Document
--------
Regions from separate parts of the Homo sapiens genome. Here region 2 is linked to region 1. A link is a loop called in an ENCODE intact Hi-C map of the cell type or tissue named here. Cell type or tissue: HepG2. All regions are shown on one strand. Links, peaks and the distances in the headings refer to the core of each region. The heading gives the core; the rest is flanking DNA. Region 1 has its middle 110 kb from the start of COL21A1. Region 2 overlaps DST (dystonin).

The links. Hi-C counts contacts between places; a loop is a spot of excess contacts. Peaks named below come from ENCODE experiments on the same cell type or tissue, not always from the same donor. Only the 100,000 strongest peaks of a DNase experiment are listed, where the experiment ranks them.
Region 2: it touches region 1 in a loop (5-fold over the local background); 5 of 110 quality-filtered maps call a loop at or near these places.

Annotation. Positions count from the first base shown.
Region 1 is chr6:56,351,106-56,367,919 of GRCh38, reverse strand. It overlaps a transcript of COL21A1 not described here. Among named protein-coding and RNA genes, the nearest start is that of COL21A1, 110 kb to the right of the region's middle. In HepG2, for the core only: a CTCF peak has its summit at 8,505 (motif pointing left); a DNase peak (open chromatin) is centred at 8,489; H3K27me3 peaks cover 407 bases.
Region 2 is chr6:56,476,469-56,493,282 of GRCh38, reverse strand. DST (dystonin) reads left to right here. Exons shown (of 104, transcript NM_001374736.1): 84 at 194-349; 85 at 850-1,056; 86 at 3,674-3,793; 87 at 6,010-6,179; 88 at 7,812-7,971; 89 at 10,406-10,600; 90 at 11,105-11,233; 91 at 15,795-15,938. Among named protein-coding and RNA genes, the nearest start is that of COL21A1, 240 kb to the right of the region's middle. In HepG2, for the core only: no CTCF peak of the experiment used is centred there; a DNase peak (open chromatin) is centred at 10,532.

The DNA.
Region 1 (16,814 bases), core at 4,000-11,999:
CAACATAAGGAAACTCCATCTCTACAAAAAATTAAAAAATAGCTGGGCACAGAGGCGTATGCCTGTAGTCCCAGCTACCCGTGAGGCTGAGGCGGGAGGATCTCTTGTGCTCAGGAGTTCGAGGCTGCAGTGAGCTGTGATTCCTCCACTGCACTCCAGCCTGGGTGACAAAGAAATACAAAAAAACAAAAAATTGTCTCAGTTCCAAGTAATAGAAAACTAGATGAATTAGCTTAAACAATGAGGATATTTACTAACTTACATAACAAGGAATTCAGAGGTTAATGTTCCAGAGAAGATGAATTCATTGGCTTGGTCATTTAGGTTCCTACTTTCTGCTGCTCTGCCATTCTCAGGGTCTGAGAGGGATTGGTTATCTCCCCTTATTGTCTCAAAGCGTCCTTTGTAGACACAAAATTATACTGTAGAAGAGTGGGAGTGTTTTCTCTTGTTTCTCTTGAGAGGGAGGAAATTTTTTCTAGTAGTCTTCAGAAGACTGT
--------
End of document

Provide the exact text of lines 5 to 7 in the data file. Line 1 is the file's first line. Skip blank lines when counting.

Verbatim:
Region 1 is chr6:56,351,106-56,367,919 of GRCh38, reverse strand. It overlaps a transcript of COL21A1 not described here. Among named protein-coding and RNA genes, the nearest start is that of COL21A1, 110 kb to the right of the region's middle. In HepG2, for the core only: a CTCF peak has its summit at 8,505 (motif pointing left); a DNase peak (open chromatin) is centred at 8,489; H3K27me3 peaks cover 407 bases.
Region 2 is chr6:56,476,469-56,493,282 of GRCh38, reverse strand. DST (dystonin) reads left to right here. Exons shown (of 104, transcript NM_001374736.1): 84 at 194-349; 85 at 850-1,056; 86 at 3,674-3,793; 87 at 6,010-6,179; 88 at 7,812-7,971; 89 at 10,406-10,600; 90 at 11,105-11,233; 91 at 15,795-15,938. Among named protein-coding and RNA genes, the nearest start is that of COL21A1, 240 kb to the right of the region's middle. In HepG2, for the core only: no CTCF peak of the experiment used is centred there; a DNase peak (open chromatin) is centred at 10,532.

The DNA.